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July 29, 2021
Hiring of offshore talent or ‘anywhere employees’
Adopting remote means of communicating with employees through Microsoft Teams, Zoom and telephone conference calls has become commonplace since the beginning of lockdown.
Having put in place the ‘digital infrastructure’ to ensure remote working is possible, can these businesses now use the same tools to hire offshore employees? And if yes, what impact, if any, would this have on the British labour market?
A report by the Tony Blair Institute claimed that approximately six million ‘white-collar’ jobs are at risk of being lost to companies from abroad if the ‘work from home’ popularity continues. The report cited:
“The immediate consequences of the pandemic on the economy and jobs and the need for supportive government action were always clear.
But what is becoming clearer is that the experience of people and businesses managing the crisis has brought about a fundamental change in attitudes to work and technology”.
As a result, its findings conclude that one -in-five jobs in the UK can be classified as ‘anywhere jobs’. This means it’s just as efficient to carry the job out remotely, as it is in the office. In addition, many employees have found working from home beneficial and it’s often their preference, allowing them to balance work-life more easily.
The risks to British employees are that employers could decide ‘anywhere jobs’ can be done as easily by those working abroad. On the other hand, if Britain takes the necessary measures of preparation to facilitate such working in the UK, we could also attract jobs from abroad, says the report.
Professor Arturo Bris, Director of IMD World Competitiveness Centre concluded ‘the success of a business depends on three factors: governance, talent and innovation’. He observed that a company’s most important asset is it’s people. And their success is dependent on a quality education system, supported by policy makers that drive competitive advantage. He cited apprenticeships, workplace training, language skills, costs of living, quality of life, pay and tax rates.
What does the future hold?
A number of leading commenters are in agreement and see the innovation as an opportunity to embrace change where both employers and employees are beneficiaries. A focus on the work and its completion rather than location seems to be the emphasis and driving determinant. With current technology, there’s no reason why someone can’t be employed by a company in London but carry out the work in Liverpool or Madrid (or vice versa).
Can all jobs be replaced because of technological innovation?
There’s a recognition that, although most jobs are already affected by change due to automation or technology, digitisation and artificial intelligence (AI) will have a greater impact on how work will be carried out in a range of roles. The report cites a few examples of where that impact is likely to be felt: drivers, waitressing staff, accountancy, medicine and HR.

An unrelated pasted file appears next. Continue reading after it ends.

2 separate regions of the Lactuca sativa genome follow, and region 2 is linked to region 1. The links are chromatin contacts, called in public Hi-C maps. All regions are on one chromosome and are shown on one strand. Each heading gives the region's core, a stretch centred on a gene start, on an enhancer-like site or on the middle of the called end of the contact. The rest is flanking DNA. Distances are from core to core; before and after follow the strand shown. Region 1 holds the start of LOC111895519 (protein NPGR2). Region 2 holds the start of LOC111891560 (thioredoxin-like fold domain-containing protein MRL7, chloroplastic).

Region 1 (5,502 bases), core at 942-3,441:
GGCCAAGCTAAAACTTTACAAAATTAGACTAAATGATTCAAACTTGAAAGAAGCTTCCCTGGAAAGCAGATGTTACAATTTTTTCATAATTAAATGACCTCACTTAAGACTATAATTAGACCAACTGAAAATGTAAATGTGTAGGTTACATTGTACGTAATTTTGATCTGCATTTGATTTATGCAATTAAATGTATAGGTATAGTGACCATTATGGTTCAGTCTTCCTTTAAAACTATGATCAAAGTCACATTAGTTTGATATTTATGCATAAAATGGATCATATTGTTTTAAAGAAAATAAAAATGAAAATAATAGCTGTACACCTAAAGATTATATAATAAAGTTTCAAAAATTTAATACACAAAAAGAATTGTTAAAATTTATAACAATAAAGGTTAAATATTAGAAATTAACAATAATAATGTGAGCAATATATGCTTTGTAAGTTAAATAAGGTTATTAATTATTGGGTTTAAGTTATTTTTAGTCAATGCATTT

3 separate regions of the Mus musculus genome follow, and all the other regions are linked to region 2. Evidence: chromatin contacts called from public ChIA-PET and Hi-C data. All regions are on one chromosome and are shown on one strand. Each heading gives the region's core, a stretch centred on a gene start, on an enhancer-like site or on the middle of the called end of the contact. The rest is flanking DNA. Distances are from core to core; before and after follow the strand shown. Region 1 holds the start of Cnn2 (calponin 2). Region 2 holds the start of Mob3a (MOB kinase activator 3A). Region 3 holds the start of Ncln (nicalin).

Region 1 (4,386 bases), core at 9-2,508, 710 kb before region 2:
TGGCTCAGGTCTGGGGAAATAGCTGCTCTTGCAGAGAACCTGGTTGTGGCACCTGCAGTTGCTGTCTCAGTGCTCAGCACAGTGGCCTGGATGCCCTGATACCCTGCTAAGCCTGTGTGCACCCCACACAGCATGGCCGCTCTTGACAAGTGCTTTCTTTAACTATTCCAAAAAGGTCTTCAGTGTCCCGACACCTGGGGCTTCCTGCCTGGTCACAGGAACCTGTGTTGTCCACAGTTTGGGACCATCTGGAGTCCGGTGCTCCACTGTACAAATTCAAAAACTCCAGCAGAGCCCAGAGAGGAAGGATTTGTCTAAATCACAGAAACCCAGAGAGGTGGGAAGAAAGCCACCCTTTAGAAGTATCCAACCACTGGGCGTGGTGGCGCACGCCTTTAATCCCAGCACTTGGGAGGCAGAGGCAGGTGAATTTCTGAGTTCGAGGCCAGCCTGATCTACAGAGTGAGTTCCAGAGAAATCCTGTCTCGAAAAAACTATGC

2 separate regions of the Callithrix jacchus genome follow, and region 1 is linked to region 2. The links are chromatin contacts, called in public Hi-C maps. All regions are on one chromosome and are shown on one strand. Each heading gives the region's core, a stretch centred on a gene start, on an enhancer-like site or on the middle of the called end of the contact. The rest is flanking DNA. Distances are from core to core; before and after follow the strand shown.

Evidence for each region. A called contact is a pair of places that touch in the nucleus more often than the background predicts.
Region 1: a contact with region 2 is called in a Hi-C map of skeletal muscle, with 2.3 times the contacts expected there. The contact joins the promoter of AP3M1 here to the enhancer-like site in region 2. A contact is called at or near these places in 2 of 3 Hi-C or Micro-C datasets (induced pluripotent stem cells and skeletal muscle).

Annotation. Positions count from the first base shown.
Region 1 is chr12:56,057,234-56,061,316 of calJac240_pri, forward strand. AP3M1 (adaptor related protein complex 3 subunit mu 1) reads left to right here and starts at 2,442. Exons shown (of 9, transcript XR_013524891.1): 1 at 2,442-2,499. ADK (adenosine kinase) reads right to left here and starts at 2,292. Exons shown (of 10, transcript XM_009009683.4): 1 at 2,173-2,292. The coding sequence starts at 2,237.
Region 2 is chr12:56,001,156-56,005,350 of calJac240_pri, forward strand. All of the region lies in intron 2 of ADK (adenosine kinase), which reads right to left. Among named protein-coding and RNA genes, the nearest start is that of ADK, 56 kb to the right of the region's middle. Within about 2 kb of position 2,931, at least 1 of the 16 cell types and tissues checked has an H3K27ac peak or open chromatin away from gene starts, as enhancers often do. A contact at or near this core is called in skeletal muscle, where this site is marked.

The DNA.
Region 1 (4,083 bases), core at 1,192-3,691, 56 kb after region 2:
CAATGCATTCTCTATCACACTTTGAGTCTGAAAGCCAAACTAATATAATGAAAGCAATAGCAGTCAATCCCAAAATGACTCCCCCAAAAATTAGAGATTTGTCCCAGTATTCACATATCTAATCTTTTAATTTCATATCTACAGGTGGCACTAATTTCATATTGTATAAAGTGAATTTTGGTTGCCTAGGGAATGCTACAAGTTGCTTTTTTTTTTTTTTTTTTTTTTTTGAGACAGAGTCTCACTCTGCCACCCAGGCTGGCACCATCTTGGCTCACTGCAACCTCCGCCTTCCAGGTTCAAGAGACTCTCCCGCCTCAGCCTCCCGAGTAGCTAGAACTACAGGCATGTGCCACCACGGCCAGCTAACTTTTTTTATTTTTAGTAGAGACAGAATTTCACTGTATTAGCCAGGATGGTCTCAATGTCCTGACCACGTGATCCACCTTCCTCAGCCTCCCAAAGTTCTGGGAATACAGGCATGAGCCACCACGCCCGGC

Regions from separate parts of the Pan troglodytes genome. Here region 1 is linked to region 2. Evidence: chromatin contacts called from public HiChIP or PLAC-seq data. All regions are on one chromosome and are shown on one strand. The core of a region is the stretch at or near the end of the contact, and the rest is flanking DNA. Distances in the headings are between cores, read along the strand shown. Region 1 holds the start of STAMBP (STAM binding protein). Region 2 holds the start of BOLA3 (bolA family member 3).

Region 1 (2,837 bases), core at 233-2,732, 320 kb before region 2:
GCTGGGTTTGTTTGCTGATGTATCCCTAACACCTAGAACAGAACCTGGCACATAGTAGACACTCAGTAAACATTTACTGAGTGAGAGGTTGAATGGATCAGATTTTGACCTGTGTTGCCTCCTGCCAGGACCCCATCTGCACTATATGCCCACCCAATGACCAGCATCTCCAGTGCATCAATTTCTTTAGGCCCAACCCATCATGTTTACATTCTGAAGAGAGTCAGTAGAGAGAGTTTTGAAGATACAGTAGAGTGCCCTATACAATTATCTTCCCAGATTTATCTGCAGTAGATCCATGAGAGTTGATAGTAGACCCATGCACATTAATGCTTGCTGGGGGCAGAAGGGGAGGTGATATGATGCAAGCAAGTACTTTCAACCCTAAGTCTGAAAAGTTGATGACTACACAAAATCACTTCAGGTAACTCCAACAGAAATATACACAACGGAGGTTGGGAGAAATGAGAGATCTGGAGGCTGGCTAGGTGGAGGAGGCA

Benefits of offshore or ‘anywhere employees’
British companies that are keen to attract offshore workers should develop a needs assessment. This will identify where employees are required. Appointing offshore employees can be challenging but has a number of benefits such as gaining a local source of information and knowledge. This is particularly useful when a business wants to enter the market in that region or attract additional staffing.
Drawbacks of remote working
There are some who perceive the move towards homeworking and technological changes as problematic. The view expressed is that it denies younger workers the wealth of experience they can get from observing others and bouncing ideas off older, more experience workers.
They say that on the whole, working from home only benefits older workers who already possess the necessary experience, information or contacts to enable them to do their job successfully at home/elsewhere. Younger workers are thus at a disadvantage because they do not have such resources, says Andrew Carter, CEO of Centre for Cities (CITYAM).
If you’re a Moorepay customer and want to widen your talent pool to recruit ‘anywhere employees’, speak to our Advice Line for advice.
Francis has over 20 years’ experience of Employment Law and HR related issues gained in both large public and private organisations. As well as representing SMEs, Francis has worked in the Employment Department of a large regional law firm, advising preparing and representing cases on behalf of claimants.
Before joining Moorepay, Francis was a Senior Advocate where, in addition to maintaining a caseload of employment tribunal cases covering all aspects of employment law, he managed a team of advocates and an administrator.